By B. Kevin Folsom, CEP
Published in the May 2014 issue of Today’s Facility Manager
QDo you use a facilities help desk? If so, what types of tasks are included in the system? We are a relatively small operation, handling about 150 calls each month across three sites. We use a help desk to log, prioritize, and manage jobs. It is also a communication tool to let people know where we are with their request. However, administrating the help desk can be time consuming, and with limited resources, I am wondering if there are any tools or approaches we could be using to be more effective.
Office Facility Manager
A Facilities management requires a high degree of communication and expectation management. Your constituents rely on you to provide everything they need related to facilities, and these services are delivered from your staff and many contractors. A facilities help desk is instrumental to meeting the communication and expectation needs, and yes, it takes a lot of time. If you don’t do it, someone else in the organization will have to.
Since you did not say technically what setup you currently have, you may already do some of these, but here are a few suggestions for you.
- Implement a web based work order system. You don’t have to spend a lot of money on this nowadays, especially for small operations. The minimum requirement is the requestor needs to submit their need online and be able to look it up to find out if it was completed or not. Preferably, it should also e-mail the requestor when the job is done.
- Provide a high level of reliability by having an actual person answering the phone. If on the rare occasion someone does not answer the phone, provide a way for someone to get in touch with a live person for emergencies, such as “press 1 for an emergency” and transferring the caller to another extension or cell phone. Another approach is to create a pool of people who can answer the phone.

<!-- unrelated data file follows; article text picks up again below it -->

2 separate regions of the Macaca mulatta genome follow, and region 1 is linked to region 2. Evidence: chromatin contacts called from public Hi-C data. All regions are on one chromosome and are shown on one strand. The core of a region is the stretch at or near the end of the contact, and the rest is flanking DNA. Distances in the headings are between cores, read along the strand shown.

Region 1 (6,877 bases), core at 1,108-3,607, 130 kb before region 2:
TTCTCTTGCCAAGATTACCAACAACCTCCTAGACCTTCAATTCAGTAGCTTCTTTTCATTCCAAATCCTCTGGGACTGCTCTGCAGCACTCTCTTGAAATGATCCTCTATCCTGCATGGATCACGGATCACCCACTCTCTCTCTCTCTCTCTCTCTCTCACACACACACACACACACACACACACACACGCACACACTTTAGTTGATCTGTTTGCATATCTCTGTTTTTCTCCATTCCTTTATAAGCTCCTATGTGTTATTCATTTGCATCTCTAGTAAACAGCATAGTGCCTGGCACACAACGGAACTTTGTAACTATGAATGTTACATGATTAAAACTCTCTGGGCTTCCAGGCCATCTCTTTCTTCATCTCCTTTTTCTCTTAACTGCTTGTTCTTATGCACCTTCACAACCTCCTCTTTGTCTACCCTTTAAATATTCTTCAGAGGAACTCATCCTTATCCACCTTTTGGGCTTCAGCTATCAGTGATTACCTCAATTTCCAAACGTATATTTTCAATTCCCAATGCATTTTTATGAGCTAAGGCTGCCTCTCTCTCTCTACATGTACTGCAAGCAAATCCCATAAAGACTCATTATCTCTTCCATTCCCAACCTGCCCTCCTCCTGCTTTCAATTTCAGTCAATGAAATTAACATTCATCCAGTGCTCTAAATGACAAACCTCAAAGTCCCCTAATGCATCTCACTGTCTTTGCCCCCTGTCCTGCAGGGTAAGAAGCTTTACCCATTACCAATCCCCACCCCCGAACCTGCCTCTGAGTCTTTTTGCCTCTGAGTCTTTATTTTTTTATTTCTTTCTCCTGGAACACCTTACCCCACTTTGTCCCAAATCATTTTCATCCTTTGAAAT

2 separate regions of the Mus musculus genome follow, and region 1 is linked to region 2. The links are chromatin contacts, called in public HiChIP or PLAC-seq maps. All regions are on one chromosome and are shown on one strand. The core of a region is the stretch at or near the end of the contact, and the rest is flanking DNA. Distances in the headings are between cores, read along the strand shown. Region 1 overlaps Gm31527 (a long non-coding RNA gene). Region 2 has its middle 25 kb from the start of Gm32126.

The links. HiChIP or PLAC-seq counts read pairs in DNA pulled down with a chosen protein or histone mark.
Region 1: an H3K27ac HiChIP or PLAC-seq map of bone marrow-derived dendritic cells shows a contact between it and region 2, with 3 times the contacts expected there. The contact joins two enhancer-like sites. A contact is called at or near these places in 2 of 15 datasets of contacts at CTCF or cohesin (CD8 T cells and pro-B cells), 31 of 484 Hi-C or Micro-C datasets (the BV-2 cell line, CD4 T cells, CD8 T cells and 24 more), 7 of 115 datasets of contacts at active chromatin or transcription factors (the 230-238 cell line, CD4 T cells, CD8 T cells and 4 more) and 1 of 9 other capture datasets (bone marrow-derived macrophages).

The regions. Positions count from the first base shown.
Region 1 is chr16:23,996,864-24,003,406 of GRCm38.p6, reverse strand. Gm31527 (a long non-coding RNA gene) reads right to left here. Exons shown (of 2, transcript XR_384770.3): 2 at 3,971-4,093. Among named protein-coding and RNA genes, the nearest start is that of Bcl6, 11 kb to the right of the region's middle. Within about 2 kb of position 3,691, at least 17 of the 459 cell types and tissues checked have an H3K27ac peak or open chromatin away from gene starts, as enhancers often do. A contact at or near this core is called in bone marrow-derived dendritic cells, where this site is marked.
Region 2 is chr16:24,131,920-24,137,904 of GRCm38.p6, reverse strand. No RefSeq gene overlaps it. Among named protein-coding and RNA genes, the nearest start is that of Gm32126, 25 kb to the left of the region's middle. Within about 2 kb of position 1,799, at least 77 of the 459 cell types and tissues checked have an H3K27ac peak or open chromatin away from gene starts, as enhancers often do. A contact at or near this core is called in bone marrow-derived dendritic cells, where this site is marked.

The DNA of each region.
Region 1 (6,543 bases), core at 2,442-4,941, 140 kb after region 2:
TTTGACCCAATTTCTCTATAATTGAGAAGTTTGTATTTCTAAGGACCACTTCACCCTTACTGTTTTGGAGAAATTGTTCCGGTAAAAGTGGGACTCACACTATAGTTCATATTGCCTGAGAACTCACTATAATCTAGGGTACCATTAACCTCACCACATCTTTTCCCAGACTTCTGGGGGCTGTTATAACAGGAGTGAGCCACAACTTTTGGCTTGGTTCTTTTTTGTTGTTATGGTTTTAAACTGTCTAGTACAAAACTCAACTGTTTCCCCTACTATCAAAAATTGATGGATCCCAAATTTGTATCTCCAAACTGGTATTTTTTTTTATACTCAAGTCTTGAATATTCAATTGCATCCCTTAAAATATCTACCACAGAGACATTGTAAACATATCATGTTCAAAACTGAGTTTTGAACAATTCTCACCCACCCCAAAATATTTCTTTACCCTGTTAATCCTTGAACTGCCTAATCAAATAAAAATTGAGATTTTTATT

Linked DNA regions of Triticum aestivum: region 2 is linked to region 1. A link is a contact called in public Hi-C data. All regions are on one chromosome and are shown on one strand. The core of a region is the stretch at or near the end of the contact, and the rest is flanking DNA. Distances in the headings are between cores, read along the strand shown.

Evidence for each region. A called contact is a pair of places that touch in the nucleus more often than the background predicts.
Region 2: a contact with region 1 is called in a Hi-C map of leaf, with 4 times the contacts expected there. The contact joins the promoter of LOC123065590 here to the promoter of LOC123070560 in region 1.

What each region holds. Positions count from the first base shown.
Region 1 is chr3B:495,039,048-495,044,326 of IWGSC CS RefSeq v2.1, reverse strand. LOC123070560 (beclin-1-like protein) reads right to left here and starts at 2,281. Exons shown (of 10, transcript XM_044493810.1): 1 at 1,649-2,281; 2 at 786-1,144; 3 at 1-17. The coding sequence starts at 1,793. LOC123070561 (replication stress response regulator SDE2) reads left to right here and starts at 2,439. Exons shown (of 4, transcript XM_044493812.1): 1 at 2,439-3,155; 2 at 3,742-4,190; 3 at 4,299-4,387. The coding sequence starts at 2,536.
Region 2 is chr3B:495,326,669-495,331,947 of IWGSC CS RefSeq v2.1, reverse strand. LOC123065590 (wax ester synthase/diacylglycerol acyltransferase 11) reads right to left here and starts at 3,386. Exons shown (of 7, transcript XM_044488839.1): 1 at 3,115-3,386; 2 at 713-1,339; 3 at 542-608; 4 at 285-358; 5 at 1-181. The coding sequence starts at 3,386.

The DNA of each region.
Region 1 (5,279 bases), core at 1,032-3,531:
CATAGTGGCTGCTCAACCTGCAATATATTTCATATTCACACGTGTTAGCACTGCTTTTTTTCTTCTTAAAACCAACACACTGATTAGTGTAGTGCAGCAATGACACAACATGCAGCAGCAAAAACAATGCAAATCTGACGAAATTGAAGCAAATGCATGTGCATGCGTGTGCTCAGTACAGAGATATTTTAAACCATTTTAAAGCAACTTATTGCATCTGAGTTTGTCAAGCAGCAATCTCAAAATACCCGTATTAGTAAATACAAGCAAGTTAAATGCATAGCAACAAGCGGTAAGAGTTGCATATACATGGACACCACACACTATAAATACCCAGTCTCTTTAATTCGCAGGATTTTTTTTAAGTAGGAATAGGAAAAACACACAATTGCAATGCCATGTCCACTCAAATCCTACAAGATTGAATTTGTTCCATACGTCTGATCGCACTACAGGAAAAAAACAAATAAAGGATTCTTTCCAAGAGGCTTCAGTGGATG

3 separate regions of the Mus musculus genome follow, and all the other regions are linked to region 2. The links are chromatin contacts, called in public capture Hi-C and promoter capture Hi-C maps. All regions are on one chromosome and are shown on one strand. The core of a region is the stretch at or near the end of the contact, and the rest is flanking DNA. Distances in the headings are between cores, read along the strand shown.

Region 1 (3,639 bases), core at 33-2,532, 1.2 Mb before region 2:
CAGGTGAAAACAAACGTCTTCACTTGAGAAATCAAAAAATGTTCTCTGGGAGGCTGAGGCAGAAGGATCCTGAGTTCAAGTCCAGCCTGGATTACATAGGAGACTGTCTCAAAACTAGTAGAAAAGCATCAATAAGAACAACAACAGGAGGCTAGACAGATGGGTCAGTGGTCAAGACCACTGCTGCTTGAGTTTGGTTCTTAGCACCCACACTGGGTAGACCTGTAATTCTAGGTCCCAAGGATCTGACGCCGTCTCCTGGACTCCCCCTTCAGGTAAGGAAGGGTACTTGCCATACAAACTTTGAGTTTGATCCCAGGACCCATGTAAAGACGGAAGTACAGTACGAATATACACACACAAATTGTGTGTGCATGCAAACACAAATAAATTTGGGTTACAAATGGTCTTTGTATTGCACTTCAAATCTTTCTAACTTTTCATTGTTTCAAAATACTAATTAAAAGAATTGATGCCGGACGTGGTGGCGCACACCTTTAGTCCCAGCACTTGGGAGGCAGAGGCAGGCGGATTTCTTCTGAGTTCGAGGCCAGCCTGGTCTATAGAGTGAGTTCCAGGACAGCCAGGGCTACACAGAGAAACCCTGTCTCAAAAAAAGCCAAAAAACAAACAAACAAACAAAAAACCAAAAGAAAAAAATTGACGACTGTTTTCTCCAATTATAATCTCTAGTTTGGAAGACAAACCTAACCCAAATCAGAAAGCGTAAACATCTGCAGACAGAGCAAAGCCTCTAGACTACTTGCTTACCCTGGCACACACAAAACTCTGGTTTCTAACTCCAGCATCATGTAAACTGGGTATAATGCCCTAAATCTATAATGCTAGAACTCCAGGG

- If you can fit it in your budget, hire a secretary to be stationed at the help desk. This person may simply say to the caller, “Go online and submit a work order,” but the caller will go away happy because they talked to a live person.
A secretary in this position can also perform a host of other tasks, such as composing e-mails for you, keeping track of outdated work orders, triaging incoming work orders, and ensuring that higher ups can get in touch with you quickly. When hiring someone, you might also consider partnering with another department that could also use a help desk.
You might like:
- Workplace Design: Four Trends
- Predictive Analytics For “Low-Tech” Facilities
- Employee Engagement: Impact Of Workplace Design
- Friday Funny: The Dirty Truth About Public Bathrooms
- Leadership Support Linked To Workplace Well-Being
- Planned Investment In Energy Efficiency Hits All-time High
- Five Safety Tips For Your Facility’s Construction Project
- Facility Management Critical To Infection Control
- Employee Engagement Linked To Workplace Satisfaction
- New School Construction Focused On Building Envelope Performance
- Healthcare Waiting Room Design
- 4 Ways To Avoid LED Lighting Failure
- Employees Are Leading Cause Of Data Breaches
- U.S. Employers Suffer Largest Talent Shortage In Skilled Trades
- Smart City 2.0: Next Step In Urban Innovation